Rabat - The Justice and Development Party expressed its opposition to proposed policies to legalize cannabis cultivation in northern Morocco, even for medical or industrial uses.
Rabat – The Justice and Development Party expressed its opposition to proposed policies to legalize cannabis cultivation in northern Morocco, even for medical or industrial uses.
The issue of cannabis cultivation legalization triggered tension between the old rival parties: the Authenticity and Modernity Party (PAM) and the Justice and Development Party (PJD).
In a statement released on April 6 following the meeting of the General Secretariat of the PJD held on April 2, the PJD expressed its “categorical refusal of any questionable approaches that aim to decriminalize the cultivation and consumption of cannabis because of the proven danger to the health of citizens and social cohesion.”
The PJD, whose secretary general is Morocco’s head of government, also accused supporters of the decriminalization of cannabis cultivation of “exploiting” the issue “for electoral purposes.”
“The fact is that decriminalizing the cultivation of cannabis, its trade and its consumption will inevitably lead to its spread…which will…strengthen the domestic and international drug trafficking networks that go against the interests of citizens, the reputation of Morocco and the country’s international obligations,” the statement said.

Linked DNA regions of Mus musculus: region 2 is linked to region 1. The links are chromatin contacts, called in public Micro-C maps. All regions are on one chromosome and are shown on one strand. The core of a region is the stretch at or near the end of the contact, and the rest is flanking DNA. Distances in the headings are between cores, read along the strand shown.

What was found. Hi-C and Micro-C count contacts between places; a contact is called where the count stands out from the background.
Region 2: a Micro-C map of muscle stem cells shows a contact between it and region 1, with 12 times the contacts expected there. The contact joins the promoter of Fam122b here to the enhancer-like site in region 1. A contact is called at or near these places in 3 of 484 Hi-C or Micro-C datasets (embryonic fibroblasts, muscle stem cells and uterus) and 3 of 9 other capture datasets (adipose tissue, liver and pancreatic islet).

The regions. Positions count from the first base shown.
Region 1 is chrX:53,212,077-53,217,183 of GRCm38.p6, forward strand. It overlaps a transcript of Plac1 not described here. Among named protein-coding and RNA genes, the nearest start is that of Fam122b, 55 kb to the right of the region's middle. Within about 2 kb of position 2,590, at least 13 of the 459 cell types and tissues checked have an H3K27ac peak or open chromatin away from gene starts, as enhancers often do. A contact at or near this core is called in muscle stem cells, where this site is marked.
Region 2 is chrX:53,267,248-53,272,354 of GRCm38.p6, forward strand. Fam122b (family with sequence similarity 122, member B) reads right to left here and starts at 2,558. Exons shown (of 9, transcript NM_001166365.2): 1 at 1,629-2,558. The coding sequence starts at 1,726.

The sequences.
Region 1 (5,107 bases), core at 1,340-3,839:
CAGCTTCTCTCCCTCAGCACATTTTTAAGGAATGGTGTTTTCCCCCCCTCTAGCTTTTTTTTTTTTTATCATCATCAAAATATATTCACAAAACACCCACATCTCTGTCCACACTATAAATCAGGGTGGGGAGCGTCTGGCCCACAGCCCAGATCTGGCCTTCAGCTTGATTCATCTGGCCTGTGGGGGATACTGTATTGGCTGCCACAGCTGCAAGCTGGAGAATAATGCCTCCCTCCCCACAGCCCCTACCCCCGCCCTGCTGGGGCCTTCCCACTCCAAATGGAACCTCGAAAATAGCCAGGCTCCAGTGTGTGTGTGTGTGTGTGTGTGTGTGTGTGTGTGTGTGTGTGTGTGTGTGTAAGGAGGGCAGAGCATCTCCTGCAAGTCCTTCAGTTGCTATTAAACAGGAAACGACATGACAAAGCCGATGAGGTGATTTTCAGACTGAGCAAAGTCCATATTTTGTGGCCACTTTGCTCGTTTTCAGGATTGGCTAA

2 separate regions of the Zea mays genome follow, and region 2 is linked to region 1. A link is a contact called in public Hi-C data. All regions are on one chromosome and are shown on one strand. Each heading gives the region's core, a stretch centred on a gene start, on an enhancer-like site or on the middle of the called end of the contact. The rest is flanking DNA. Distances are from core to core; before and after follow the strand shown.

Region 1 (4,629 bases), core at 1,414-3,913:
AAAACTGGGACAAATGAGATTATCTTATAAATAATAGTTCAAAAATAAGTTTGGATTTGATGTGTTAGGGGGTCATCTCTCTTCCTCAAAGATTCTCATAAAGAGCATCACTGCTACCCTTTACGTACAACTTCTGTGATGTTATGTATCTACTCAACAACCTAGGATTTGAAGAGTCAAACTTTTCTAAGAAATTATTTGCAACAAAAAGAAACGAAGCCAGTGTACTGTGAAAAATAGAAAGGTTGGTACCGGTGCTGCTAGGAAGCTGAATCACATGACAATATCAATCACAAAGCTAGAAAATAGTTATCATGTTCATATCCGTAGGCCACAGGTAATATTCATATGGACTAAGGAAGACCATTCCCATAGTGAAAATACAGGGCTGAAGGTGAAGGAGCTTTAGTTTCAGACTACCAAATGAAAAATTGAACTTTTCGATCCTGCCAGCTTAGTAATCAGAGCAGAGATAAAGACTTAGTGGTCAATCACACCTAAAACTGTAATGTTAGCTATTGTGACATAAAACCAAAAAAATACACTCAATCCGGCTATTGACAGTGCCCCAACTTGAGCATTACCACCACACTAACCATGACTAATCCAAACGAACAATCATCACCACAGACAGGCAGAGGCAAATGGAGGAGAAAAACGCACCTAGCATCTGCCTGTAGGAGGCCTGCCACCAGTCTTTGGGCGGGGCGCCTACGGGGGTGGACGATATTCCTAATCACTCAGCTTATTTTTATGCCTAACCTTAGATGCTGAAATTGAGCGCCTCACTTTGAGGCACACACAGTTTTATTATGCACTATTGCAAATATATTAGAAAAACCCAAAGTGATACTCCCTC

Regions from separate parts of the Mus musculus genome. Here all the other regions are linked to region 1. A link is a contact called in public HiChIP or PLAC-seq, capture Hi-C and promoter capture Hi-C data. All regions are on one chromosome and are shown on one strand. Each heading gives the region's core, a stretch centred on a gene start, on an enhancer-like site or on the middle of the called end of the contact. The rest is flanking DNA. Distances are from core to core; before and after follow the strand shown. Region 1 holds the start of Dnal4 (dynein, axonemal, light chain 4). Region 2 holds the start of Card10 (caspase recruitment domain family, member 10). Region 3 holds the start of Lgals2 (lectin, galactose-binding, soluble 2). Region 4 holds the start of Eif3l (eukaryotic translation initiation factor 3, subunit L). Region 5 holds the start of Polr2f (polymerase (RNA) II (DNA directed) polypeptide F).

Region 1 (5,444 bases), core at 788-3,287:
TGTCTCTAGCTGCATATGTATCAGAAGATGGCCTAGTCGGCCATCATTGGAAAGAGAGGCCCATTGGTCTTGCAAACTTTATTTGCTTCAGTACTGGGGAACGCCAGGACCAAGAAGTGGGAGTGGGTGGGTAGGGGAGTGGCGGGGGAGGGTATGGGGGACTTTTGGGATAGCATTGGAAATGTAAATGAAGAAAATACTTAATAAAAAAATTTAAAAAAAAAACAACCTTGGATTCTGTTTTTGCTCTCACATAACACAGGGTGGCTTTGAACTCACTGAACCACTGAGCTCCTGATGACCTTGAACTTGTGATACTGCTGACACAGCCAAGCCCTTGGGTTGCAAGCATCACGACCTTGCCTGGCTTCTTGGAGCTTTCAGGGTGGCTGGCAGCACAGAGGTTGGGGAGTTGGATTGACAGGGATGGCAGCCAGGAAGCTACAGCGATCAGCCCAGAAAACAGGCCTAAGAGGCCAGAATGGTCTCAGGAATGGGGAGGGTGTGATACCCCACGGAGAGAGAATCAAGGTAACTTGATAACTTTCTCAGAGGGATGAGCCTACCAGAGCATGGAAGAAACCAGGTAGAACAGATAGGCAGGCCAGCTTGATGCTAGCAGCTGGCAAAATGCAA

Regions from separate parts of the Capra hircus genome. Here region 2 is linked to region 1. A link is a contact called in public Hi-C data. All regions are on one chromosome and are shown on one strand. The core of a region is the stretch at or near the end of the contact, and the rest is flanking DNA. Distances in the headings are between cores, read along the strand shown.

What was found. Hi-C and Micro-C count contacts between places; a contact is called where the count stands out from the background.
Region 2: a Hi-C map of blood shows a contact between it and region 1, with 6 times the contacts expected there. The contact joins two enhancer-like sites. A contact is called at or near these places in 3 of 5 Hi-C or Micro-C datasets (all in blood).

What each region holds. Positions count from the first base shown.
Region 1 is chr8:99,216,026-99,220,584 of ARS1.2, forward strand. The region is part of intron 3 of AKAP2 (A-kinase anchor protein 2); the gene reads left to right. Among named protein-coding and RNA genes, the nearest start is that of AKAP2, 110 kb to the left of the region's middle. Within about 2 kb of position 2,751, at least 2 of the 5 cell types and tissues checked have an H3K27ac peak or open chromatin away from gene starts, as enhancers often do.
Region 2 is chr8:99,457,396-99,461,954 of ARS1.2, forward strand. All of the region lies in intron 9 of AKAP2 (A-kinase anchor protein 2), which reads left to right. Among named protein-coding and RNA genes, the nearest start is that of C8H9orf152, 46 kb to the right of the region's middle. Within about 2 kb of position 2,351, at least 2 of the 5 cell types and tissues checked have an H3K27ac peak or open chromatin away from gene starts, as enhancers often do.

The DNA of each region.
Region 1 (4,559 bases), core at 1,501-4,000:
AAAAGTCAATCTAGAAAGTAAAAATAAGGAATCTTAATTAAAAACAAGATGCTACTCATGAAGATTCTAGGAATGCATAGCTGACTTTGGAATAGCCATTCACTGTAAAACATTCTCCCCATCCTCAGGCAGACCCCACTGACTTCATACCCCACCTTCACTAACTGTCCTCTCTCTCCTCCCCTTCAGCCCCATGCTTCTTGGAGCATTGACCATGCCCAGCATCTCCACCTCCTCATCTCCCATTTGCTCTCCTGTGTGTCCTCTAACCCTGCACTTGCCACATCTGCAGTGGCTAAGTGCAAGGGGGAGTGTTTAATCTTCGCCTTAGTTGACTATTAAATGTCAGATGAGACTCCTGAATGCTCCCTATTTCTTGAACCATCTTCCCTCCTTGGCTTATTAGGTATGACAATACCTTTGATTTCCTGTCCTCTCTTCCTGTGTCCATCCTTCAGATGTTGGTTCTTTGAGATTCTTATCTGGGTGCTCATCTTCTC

The statement comes as a response to the symposium on cannabis organized by the Regional Council of Tangier-Tetouan-Al Hoceima, chaired by Ilyass El Omari, in partnership with the Association for the Fight Against AIDS (ALCS) and the Confederation of Associations of Senhaja of the Rif for Development (CASRD).
Under the motto “All for Alternatives Based on Sustainable Development, Health and Human Rights,” El Omari, President of the Regional Council of Tangier-Tetouan-Al Hoceima, organized the first international conference on drugs and cannabis on March 18 and 19 in Tangier.
The international conference, which is part of the preparatory procedures for the United Nations General Assembly Special Session (UNGASS) that will be held in New York between 19 and 21 April, addressed the issue of cannabis cultivation as an economic activity of the majority of the population living in the Rif Mountains.
Edited by Kelsey Fish